Making a natural fiber like wool into something useful like a sweater involves a lot of steps. We might be familiar with shearing the sheep, spinning the wool into yarn, or knitting and weaving, but between shearing and spinning there’s another unfamiliar process you’ll have to go through. Known as carding, it helps align the fibers so they are able to be spun, and of course it requires either an expensive tool, or one you build on your own.
This drum carder is exactly what it sounds like. It uses two drums covered in a metal mesh, spinning at different speeds, which pull the fibers into an orderly shape. Small drum carders like this can run around $600 but with some quality wood and a lathe you can easily make one for a fraction. Making the series of drums is fairly straightforward with a lathe, and from there you need to make sure they are connected with a quality belt or chain and then covered in the appropriate metal mesh.
[kris] notes in the reddit comments section that he’d like for a second version to spin a little faster and be a little more durable, but this is a great working carder nonetheless. From there you’ll want to move on to spinning the wool into yarn, which you can do with either a wheel or an electric motor.
14 thoughts on “Hand-Made Drum Carder Gets Wool Ready For Spinning”
Nice mix of old and new tools!
What wood did he use for bearings?
Nice build. I see you have a cider press too. Years back I built an apple macerater. It was a somewhat similar kind of machine, but I used a solid drum and cut teeth directly in it, and it was motor driven.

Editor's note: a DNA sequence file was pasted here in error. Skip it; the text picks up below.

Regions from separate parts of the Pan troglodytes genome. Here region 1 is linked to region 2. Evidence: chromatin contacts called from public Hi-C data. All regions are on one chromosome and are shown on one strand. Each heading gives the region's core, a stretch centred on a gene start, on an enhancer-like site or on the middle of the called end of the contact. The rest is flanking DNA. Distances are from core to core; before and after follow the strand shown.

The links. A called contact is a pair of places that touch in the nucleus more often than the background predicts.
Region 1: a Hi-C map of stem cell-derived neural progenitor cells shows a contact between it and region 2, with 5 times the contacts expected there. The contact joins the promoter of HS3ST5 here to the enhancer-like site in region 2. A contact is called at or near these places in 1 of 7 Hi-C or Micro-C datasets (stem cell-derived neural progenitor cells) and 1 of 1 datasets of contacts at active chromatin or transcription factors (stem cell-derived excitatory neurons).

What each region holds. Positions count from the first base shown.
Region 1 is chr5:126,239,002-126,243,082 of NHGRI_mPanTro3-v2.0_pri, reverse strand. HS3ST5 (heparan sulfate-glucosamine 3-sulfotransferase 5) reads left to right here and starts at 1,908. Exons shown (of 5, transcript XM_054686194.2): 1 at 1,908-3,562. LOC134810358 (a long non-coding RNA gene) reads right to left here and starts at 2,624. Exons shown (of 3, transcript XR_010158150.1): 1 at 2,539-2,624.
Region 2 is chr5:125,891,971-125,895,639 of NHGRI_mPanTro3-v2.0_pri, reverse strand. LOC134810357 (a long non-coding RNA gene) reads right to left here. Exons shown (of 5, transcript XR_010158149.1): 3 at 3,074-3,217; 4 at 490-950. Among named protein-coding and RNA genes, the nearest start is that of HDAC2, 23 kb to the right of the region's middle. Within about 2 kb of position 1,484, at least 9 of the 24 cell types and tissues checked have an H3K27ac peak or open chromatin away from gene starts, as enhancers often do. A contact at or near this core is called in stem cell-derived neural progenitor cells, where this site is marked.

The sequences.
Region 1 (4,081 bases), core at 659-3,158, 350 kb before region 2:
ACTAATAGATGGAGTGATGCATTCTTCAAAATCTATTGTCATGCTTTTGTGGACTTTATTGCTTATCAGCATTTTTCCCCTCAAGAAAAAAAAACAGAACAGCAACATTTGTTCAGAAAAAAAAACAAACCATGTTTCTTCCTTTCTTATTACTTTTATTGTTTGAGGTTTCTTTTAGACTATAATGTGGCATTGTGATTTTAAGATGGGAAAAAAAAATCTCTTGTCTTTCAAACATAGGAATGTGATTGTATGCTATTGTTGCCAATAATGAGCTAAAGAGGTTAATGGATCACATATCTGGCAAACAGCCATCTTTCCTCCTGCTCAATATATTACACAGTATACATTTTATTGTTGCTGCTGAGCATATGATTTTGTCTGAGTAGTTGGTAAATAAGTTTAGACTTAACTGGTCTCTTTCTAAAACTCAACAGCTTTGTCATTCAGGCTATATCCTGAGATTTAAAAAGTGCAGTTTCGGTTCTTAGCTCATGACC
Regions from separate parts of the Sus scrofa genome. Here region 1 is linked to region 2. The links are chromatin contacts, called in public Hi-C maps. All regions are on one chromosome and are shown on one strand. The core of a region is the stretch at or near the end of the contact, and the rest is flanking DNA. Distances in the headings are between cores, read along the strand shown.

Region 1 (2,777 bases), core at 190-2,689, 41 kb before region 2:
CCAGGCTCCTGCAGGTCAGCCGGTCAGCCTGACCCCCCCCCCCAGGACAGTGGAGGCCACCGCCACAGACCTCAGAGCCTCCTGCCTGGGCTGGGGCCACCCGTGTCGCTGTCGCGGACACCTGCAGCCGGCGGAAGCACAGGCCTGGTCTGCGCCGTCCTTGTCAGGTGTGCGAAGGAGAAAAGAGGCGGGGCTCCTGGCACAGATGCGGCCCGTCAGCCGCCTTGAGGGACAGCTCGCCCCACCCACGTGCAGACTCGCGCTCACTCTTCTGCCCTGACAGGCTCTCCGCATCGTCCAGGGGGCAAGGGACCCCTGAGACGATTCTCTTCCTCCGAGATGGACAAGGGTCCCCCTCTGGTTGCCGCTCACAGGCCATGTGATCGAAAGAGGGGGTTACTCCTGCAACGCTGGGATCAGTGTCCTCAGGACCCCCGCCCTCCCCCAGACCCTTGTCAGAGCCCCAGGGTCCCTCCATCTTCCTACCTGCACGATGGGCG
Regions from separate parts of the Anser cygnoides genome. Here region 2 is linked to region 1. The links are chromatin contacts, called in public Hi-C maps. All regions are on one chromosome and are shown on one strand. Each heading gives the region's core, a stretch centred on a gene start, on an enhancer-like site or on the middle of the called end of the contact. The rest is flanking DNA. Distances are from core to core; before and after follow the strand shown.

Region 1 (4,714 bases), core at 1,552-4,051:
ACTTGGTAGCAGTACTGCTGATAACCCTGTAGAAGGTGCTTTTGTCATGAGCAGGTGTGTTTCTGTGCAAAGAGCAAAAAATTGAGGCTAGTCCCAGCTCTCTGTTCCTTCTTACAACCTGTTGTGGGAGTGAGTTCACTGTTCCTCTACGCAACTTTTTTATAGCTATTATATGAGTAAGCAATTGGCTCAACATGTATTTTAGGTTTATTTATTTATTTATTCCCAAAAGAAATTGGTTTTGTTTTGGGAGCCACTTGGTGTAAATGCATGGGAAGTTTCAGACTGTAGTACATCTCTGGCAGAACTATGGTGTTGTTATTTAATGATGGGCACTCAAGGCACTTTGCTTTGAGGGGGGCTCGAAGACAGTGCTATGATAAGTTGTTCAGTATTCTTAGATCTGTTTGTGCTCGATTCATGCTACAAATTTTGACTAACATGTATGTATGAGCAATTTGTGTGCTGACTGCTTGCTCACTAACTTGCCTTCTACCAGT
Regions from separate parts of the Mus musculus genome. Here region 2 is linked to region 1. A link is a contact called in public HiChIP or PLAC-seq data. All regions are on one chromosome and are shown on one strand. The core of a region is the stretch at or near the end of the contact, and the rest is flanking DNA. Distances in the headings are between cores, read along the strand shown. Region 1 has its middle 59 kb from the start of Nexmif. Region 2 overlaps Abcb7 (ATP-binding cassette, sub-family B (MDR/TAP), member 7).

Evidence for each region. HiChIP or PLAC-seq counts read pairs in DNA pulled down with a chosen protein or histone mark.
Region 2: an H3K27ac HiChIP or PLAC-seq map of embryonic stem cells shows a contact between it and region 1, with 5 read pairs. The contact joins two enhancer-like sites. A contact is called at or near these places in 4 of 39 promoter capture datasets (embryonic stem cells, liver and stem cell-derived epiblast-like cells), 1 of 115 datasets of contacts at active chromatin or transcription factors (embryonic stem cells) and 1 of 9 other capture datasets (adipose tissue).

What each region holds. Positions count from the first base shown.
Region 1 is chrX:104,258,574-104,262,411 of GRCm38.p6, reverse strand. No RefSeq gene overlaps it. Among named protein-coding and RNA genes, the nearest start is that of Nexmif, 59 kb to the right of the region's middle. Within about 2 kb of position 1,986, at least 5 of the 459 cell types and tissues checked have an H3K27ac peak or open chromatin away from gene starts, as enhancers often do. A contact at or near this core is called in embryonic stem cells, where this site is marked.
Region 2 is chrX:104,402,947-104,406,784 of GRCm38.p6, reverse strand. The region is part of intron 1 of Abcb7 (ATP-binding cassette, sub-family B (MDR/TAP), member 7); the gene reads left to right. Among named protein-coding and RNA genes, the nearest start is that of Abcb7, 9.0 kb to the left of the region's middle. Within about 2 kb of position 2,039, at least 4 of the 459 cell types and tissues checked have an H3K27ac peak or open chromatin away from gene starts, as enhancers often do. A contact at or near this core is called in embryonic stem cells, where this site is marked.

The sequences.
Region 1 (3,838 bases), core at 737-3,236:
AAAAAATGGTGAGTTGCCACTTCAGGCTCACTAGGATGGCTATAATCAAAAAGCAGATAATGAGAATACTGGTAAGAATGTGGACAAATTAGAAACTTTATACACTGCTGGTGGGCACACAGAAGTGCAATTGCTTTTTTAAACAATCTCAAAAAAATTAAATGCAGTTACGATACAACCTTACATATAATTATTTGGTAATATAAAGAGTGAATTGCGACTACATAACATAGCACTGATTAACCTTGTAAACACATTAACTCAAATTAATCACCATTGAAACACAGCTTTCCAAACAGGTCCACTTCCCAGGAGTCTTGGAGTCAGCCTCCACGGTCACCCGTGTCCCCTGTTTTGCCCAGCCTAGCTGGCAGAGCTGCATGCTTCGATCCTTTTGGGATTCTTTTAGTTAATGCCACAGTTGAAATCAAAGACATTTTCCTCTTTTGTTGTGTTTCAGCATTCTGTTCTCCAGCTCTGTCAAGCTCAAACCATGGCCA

Ren: I suspect he used something like white oak for the bearings. A friend of mine has a squirrel cage blower and the bearings went out on that. He replaced them and a couple years later they went out again. He made block bearings out of white oak, charred them a little bit and put in an oil weep hole and they have been in service for over 10 years now.
Metal mesh? No. Carding cloth. A cloth with tempered steel teeth woven into it, and clearly the most expensive part of this build.
Looking these up on amazon, it looks literally like a cat brush for 10x the amount
Say… maybe you are on to something…
Nice build! Is it possible to use cat’s fur for wooling?
not the kind of cat shown here: https://www.google.com/search?q=chat+sans+fourrure&client=firefox-b-d&tbm=isch&source=iu&ictx=1&fir=oSqBCEznicPkBM%253A%252Cf2CG2OyvytnezM%252C_&vet=1&usg=AI4_-kQIOlXT3ZUAZCfFdfr2qiAhNuvnvQ&sa=X&ved=2ahUKEwjw3uWct7rlAhUhxVkKHVbWAhEQ9QEwB3oECAcQEg#imgrc=oSqBCEznicPkBM:
Well, “There’s more than one way to skin a cat”…
Don’t normally watch 21 min videos on Hackaday but loved every minute of this one.
Dudz gotz skilz!
Where would one get those belts? I seem to remember old sewing machine motors using something similar.
Nice job. Power tools to make a hand tool ? Wheres the sweater ?
Forget the drum carder. I want to know about the hydropower setup.
Long sleeves around a lathe? Oh heck no! Especially not when the cuff drags on the piece when he’s rubbing it with shavings. https://youtu.be/35MSmwlcth4?t=185
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